But the transformational moment was a major conference in January 2008 entitled “It’s Time to Move LA” at the Los Angeles Cathedral Conference Center.  The program was organized to make a cogent case for a ballot measure:  LA Metro should ask LA County voters to approve a half-cent sales tax measure to fund major transit investments, including the “Subway to the Sea” along Wilshire Blvd.  The effort worked.  People left the conference largely convinced.  California State Assemblymember Mike Feuer left the meeting and initiated the authorizing legislation in Sacramento necessary for Metro to sponsor a local sales tax measure.  The new Metro Chair Pam O’Connor, Mayor of Santa Monica and a longtime colleague of Zane’s there, prepared a motion to get the process started at the next Metro Board meeting. 

But LA Supervisor and Metro Board member Zev Yaroslavsky and Metro Board member Richard Katz were still skeptical, doubting whether voters would vote to tax themselves. 

Zane knew he had to convince Yaroslavsky and Katz (who was actually a willing partner in the effort to convince Zev).  He knew he needed to find funding for polling on the potential measure to show voter support – and he found it from an unexpected source:  the new President of Santa Monica College, Dr. Chui Tsang, agreed to provide $25K to fund the poll.  Dr Tsang and the college were hoping the measure would complete funding to extend the Exposition Light Rail to Santa Monica with a stop within walking distance to SMC. (A good bet as it turned out.)

When this first polling was complete, it determined that 69% of LA County voters said they would vote Yes on a 1/2 cent sales tax to invest in major transit and other improvements in LA County.  Great, but still just a little above the 2/3 voter approval that would be needed. After Zane shared the Move LA polling results, Metro itself and Mayor Villaraigosa did their own polling, each of which found support over 70% Yes.  The Measure R ball was now rolling!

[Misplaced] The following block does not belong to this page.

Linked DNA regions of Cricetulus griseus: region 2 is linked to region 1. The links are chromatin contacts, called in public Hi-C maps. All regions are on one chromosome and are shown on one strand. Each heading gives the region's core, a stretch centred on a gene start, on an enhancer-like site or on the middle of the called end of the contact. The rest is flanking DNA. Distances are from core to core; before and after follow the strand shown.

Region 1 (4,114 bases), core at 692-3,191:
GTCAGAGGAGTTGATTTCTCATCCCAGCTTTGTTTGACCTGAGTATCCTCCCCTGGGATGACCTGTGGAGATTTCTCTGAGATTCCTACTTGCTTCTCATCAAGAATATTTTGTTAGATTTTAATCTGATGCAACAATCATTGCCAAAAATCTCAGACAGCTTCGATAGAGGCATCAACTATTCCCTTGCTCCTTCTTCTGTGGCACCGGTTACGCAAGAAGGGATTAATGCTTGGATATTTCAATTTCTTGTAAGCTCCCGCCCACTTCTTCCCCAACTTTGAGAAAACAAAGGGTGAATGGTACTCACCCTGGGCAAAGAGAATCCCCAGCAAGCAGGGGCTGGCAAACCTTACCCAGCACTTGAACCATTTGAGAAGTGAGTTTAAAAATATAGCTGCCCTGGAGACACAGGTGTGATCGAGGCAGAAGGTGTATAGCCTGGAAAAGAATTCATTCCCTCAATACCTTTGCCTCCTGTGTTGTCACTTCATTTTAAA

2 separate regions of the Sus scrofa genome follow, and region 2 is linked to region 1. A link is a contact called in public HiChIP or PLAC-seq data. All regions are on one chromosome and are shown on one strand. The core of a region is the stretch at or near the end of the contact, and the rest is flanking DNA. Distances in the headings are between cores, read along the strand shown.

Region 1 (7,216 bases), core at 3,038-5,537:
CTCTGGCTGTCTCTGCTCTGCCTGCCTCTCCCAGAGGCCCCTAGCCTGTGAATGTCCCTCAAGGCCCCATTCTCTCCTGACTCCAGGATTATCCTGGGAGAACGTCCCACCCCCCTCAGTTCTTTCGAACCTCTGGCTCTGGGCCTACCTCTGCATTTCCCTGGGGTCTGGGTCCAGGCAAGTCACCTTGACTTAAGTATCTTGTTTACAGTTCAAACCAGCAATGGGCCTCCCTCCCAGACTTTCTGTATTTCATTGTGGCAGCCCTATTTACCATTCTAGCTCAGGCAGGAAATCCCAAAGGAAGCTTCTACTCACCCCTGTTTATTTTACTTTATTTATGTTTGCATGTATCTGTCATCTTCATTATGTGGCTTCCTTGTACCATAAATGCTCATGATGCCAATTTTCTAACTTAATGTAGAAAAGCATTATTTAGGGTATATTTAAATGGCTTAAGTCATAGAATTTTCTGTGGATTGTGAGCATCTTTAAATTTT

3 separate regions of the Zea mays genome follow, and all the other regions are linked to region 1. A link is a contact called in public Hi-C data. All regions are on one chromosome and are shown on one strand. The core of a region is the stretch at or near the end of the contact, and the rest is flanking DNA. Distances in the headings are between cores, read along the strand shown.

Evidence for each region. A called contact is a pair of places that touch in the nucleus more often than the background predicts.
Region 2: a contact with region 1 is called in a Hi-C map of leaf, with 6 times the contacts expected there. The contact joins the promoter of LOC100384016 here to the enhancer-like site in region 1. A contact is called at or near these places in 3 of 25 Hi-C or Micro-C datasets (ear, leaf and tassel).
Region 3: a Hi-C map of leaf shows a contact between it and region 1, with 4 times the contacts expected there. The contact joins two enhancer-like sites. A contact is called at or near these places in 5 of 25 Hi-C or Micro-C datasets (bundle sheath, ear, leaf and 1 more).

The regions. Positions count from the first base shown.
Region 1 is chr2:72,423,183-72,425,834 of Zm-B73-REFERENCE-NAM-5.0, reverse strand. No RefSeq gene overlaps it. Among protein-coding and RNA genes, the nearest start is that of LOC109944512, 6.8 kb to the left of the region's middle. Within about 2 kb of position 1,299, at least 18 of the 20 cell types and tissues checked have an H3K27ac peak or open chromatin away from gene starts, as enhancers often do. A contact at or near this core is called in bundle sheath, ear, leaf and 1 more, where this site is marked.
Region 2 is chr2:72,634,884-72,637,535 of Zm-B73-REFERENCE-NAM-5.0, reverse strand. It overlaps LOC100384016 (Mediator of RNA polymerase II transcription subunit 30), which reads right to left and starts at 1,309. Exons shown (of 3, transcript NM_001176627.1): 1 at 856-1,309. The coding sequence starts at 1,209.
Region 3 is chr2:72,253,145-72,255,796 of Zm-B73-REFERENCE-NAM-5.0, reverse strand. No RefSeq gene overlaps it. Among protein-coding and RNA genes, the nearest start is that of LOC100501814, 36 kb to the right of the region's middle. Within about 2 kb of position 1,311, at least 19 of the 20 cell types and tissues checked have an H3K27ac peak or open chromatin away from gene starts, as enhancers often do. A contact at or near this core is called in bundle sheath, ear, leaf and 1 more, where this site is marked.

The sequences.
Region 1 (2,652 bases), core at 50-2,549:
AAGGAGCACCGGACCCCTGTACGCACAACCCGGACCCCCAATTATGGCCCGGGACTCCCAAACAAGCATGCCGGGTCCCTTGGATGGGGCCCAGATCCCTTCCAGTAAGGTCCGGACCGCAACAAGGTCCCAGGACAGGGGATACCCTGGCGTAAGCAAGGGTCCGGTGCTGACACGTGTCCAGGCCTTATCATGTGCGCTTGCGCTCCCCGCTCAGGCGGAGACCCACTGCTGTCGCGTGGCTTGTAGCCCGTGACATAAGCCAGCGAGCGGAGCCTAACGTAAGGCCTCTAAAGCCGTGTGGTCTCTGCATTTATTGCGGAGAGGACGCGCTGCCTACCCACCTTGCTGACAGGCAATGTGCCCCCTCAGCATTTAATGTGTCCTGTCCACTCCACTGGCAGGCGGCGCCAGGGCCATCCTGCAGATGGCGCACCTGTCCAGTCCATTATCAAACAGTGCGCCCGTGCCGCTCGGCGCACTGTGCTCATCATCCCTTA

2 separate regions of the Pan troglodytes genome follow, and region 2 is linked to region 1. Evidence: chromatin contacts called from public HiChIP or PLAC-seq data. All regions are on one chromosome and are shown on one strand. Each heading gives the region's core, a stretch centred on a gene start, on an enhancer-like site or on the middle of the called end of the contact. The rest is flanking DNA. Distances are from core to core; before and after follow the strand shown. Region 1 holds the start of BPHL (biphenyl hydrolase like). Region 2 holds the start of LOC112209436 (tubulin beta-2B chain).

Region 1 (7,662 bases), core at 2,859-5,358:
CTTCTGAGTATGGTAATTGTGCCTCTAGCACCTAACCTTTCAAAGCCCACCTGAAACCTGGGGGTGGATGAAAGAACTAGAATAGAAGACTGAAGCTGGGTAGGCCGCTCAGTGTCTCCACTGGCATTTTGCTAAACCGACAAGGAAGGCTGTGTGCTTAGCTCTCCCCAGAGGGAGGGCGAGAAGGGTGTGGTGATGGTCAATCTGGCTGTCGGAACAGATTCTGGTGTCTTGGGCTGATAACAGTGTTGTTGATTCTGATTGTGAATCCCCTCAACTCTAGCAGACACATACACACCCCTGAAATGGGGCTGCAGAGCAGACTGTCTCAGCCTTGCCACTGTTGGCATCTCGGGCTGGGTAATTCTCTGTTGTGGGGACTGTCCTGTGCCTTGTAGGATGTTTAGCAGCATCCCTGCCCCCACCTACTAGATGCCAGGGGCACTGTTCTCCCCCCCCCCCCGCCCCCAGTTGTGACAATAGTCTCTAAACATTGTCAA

The Dukakis Report said “it is fair to say that without Zane there would not have been a Measure R campaign. Zane’s ability to bring people together and his willingness to take a risk kick-started this effort and likely carried it through. Zane’s success in bringing together representatives from the environmental, labor, and business communities, who had never worked together before and literally had never visited each others’ offices, and getting them to agree to collaborate, sent a powerful signal to decision-makers. As a result, elected officials, including the Mayor and Metro board members, realized that tackling the transportation revenue problem in 2008 had legs, which brought to the table not only their support but also their leadership.”

Move LA was born out of the need to get a two-thirds majority to pass a tax measure in California —an incredibly high threshold.  This necessitated a broad coalition to appeal to voters throughout the entire county. As Denny recounted for this story written by David Dayen in the American Prospect, he had to “scrounge a $15,000 grant for meeting space and $25,000 for a poll”  to show decision makers what was possible, and the rest was history:

 “Move LA's plan proved compelling enough to persuade the Metro board to devise Measure R (for “relief”), which would go before voters on the November 2008 ballot. Metro's board settled on a 30-year, half-cent sales tax increase, raising $30 billion to $40 billion for 12 specific rail, subway, and road projects. Zane initially balked at the regressive tax choice, but studies showed that businesses and tourists paid more than half of all sales taxes because of California's many exemptions for necessities.”

Measure R, which provided the major funding for the Regional Connector, which opened this past June 16, and the Exposition Light Rail Line and is providing the major funding for the Wilshire Subway and several other light rail and bus rapid transit lines, passed with 67.9% of the vote in November 2008.

It was the promise of a bold vision—one that would reduce traffic by connecting Los Angeles in one seamless system with a Long Beach to Pasadena, or East L.A. to Santa Monica trip without a transfer, provide a direct connection to the airport and a subway from DTLA to Westwood—that won over community leaders, elected officials, and voters.